1. ARS trout lines incorporated into commercial lines. Plant-based fish feed reduces dependence on marine fishery resources. ARS researchers in Hagerman, Idaho, have selected lines of rainbow trout for several generations for improved performance when fed fish-meal free, barley containing diets. Working jointly with their CRADA partner, these trout were incorporated into the breeding program. During the next production cycle these fish will account for at least 15% of commercially produced rainbow trout in the United States. Improved genetic trout lines from the ARS broodstock program are available to the trout industry and to trout researchers nationwide.
2. Development of a standardized digestibility database for traditional and alternative feed ingredients. In order to successfully substitute ingredients in fish feed diets, the availability of the nutrient needs to be known. This information is not available using standarized laboratory methods with commercial processing. ARS scientists in Hagerman, ID, compiled a first of its kind database with 80 ingredients and digestibility coefficients for macro-nutrient, amino acids, and minerals for rainbow trout and 26 ingredients for hybrid bass. This information has been transfered to commercial feed producers and is posted on the internet and will allow for more efficient feed utilization by the aquaculture industry.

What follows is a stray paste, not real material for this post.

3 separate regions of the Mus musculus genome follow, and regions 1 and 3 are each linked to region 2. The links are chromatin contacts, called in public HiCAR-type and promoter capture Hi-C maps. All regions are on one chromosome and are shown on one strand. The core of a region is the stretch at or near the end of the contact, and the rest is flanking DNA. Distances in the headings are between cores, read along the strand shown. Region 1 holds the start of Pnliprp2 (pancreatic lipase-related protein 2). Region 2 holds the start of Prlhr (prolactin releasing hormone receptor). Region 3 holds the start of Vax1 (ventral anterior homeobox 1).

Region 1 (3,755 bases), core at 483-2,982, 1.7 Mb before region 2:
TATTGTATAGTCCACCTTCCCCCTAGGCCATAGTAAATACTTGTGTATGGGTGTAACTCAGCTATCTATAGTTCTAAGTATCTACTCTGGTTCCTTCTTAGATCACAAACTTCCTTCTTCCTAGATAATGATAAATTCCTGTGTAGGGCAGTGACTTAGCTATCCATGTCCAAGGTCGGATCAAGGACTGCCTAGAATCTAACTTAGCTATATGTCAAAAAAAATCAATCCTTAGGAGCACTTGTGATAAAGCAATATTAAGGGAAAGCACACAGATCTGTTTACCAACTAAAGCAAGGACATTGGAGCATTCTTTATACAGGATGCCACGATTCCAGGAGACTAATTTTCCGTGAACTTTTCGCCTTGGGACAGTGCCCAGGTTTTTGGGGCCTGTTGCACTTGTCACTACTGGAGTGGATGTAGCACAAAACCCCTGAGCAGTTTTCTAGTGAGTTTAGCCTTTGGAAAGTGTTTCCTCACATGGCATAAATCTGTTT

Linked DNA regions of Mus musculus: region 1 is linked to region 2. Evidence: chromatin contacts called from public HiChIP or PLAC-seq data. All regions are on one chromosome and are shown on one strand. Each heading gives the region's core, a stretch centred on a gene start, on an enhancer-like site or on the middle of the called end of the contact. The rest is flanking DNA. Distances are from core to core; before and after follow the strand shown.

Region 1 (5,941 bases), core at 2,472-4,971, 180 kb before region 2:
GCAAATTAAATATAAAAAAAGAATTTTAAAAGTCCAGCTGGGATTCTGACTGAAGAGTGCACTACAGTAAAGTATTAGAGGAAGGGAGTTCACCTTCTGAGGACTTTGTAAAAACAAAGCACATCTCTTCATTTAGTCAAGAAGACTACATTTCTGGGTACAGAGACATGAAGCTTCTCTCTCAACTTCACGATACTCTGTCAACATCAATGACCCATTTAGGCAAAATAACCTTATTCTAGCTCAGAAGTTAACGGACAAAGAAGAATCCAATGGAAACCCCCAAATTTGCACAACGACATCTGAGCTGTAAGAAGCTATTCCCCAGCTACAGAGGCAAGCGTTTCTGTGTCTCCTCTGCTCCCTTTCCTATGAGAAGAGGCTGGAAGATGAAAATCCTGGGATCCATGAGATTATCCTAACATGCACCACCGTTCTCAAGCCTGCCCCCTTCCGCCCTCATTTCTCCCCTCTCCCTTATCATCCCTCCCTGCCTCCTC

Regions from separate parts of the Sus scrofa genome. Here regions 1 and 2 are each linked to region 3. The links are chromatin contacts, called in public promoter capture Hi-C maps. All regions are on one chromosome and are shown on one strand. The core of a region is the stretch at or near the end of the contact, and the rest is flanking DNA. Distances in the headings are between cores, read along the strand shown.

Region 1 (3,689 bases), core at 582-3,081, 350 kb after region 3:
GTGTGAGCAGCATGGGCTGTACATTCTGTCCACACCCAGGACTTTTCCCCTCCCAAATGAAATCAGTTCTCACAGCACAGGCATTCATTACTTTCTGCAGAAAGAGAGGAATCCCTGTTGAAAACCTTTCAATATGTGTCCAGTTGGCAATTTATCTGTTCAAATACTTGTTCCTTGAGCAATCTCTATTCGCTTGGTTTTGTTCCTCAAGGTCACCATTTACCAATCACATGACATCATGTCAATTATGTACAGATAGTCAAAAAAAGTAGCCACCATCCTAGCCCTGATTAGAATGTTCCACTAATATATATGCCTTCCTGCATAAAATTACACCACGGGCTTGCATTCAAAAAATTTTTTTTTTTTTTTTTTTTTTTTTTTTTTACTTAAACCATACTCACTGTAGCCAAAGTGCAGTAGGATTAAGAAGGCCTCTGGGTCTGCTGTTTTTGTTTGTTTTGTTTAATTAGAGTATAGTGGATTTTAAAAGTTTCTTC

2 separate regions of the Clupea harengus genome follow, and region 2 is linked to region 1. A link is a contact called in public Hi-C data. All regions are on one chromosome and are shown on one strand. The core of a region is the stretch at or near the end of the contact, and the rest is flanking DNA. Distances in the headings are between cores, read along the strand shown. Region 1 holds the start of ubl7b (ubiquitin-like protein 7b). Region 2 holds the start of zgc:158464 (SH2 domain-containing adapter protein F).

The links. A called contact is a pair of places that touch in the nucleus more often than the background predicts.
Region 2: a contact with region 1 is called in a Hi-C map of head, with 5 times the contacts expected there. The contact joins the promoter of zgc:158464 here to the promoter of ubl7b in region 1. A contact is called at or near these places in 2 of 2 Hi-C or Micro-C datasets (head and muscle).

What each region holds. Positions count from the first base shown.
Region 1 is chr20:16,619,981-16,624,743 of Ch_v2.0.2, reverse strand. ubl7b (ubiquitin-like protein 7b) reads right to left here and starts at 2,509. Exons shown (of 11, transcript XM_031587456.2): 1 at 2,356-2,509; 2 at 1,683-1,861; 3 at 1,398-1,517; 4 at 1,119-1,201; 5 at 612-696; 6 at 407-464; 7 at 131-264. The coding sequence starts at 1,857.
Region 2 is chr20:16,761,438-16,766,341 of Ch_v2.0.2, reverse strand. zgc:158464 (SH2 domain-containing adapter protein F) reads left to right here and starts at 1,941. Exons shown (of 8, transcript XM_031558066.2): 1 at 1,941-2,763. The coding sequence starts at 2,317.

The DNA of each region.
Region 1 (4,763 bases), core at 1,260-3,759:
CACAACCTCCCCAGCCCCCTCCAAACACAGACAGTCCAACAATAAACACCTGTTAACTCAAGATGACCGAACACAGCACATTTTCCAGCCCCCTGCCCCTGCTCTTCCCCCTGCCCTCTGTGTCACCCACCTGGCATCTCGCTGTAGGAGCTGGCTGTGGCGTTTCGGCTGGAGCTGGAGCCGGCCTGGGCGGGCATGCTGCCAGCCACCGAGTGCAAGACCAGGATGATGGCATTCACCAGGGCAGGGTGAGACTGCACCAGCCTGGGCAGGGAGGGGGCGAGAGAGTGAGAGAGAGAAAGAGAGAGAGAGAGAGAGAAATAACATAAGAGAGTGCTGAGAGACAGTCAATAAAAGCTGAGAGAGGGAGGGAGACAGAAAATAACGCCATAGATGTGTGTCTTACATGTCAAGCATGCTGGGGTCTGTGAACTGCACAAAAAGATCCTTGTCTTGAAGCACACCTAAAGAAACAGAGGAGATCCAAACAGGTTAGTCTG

3. New analytical method developed for measuring the degree of starch gelatinization. Starch gelatinization plays an important role in determining the structural and textural properties of processed foods and feeds. It also affects human and animal nutrition through changing enzymatic access to glucosidic linkages and consequent digestibility of starch. Several methods are available to measure the degree of starch gelatinization, but some of them require costly instrumentations while others are applicable only to purified starch. ARS researchers at Aberdeen, Idaho, have developed a new rapid and low cost enzymatic method that can measure the degree of starch gelatinization, not only for purified starch, but also for processed feed or food. This new method will speed development of new feeds.
4. Identification of potential commercial use for the low beta-glucan line of M351. Beta-glucan decreases the processing efficiency of ethanol production with barley. We have identified a low beta-glucan barley line from our mutant treatment materials and are working in collaboration with the National Corn to Ethanol Research Center (NCERC). The test results showed that M351 produced significantly better quality of feed by-product without compromising the ethanol production. The demonstrated higher value of the M351 has resulted in a material transfer agreement with Osage Bio-energy Inc.Liu, K. 2011. Chemical composition of distillers grains, a review. Journal of Agricultural and Food Chemistry. 59:1508-1526.